Personal Column by Managing Editor Laurie Everett: Toothpaste in the sink, who cares?
There's really nothing like it.
I'm in a big red borrowed truck full of my youngest daughter's belongings. Her life is crammed into this loaned truck. We are headed to this place I will never like only because it represents sad separation.
She's traveling behind us – a calculated move due to her lead foot on what I've come to determine is the most treacherous route through Tennessee, which seems to be a mecca for barreling, obnoxious tractor trailers.
I see her in my side mirror and can't keep myself from twisting around to look out the back window and over the layers of boxes she painstakingly labeled the past few weeks.
I see her ancient red mustang...and seeing her shining blond head just above the steering wheel makes me quietly catch my breath and feel a pang I've never felt.
We are traveling to UT Chattanooga.
She is leaving for college.
It's surreal this moment. We got through all the angst with the learning to drive, and now here she is pushing our truck forward..go go..along the mountainous terrain. As we cruise toward our leaving her, I try to stay composed and be the "adult," but our little girl is ready to be gone.
"I love you mom."
I see the worry in her eyes, but not for herself on this momentous milestone, but for me as I struggle to let go.
She so willingly flew off the edge of the nest, and I am fumbling around the space. They say that's what it's supposed to be. Grow them up so they are independent. That's your role as a parent.
I guess, though it hurts.
You spend your entire adulthood with your baby, child, teen and young adult. You endure dirty diapers, terrible twos, the angst ridden teens and then all of a sudden on a dime you are traveling the mountains of Chattanooga and letting go. What's up with this?
Simply, it's hard.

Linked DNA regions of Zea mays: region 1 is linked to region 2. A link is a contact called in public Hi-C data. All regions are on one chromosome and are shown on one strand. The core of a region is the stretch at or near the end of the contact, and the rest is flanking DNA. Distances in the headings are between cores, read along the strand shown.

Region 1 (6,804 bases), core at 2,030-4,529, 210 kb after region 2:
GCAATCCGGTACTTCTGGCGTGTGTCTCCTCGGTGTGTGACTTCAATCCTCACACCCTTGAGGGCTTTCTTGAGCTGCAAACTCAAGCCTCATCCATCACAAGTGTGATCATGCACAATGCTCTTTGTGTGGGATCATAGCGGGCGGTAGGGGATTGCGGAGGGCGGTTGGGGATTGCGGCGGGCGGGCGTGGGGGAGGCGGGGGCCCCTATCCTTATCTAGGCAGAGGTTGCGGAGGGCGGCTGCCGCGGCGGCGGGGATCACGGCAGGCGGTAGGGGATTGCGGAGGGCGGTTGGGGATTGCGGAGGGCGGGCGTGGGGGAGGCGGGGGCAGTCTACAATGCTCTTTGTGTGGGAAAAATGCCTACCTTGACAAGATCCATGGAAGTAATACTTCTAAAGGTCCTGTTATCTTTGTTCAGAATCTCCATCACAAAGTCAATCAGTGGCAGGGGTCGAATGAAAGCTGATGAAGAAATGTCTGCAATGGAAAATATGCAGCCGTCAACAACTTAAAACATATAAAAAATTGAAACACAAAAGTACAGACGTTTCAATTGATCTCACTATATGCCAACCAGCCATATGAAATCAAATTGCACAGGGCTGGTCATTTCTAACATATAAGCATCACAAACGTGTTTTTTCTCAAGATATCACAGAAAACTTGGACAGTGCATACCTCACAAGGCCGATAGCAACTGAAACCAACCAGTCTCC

It seemed like yesterday when, for her, skinned knees were more the norm than the exception. And when I discovered homemade bike ramps that sent her soaring and when high speed dashes down dusty farm paths turned into stumbled mishaps that had her eating dust and gulping tears. Riding the horse standing up? The trip to the emergency room with 17 stitches in her chin when she jumped from the couch to the awesome platform that was a tiny stool.
That daredevilness stuck tight and soon I had to watch her up toward the ceiling of the school gym and drop what seemed thousands of feet into the waiting arms of her cheer buddies. No decent parent can watch that and not cringe. There were endless proms and homecomings, plays, recitals, band concerts, soccer games and overnights, school trips and science projects gone awry and eventually the numbing process of teaching her to drive, and of course, boyfriends and jobs.
It's all a process that inadvertently gets them to the point they can go from mom nagging about the toothpaste in the sink to literally packing up their life and letting them start a new one.
We took some hours unpacking in her dorm and setting things up. Three other mothers in the "apartment" were as dazed as I. It seemed we all suffered from bad "allergies" that day. Our girls knew that really wasn't the case.
There's nothing worse than that last goodbye. It wasn't awkward on her part. I'll never forget that hug. I was the one walking backwards and waving like a fool.
I got the text about the time I hit the interstate headed toward home.
"I'll be OK mom, I promise. Love you."
There's been tons of other texts since then, and phone calls and care packages.
"If I freeze bread will it stop molding?"
Really? Are you that sleep deprived to ask such?
"I got all A's so far, but probably will pull a solid C in science!"
Ummmmm. (It's up to a solid 93 now!)
"Mom, I forgot my keys to my car in my room at home. I traveled back to college in Stephanie's car yesterday, can you overnight them to me?"
"We made spaghetti, but the water boiled out before we knew it."
Oh my goodness.
And I get random calls. She called to ask me how hosting the political debate was...a couple days after the event. I could only smile.
She emails her sister and grandmother faithfully. She even asked who I voted for, for president. I get an occasional paper she writes.
I treasures those outreaches from her.
Seemed at first I saw her more after she left for college. However, those nearly every weekend visits began to wane, and, torn, I realize this is for the best so she won't be on that dangerous trek too much.
I realize that there are parents who joke and say finally they have their time and it was a great day when their kid went off to college. Some even joyously convert their child's room into all sorts of great respites.
For me, not yet.
My buddy is gone.
She's back this weekend. We hung out. There's a ton of her laundry to do. She held my reporter pad while I took pictures at a local event.
Seems my hairspray is missing and my favorite sweater.
Her goodbye hug was especially tight. She whispered she loved me. She reminded me to please feed her dog.
My little girl is gone.
And, there's toothpaste in the sink.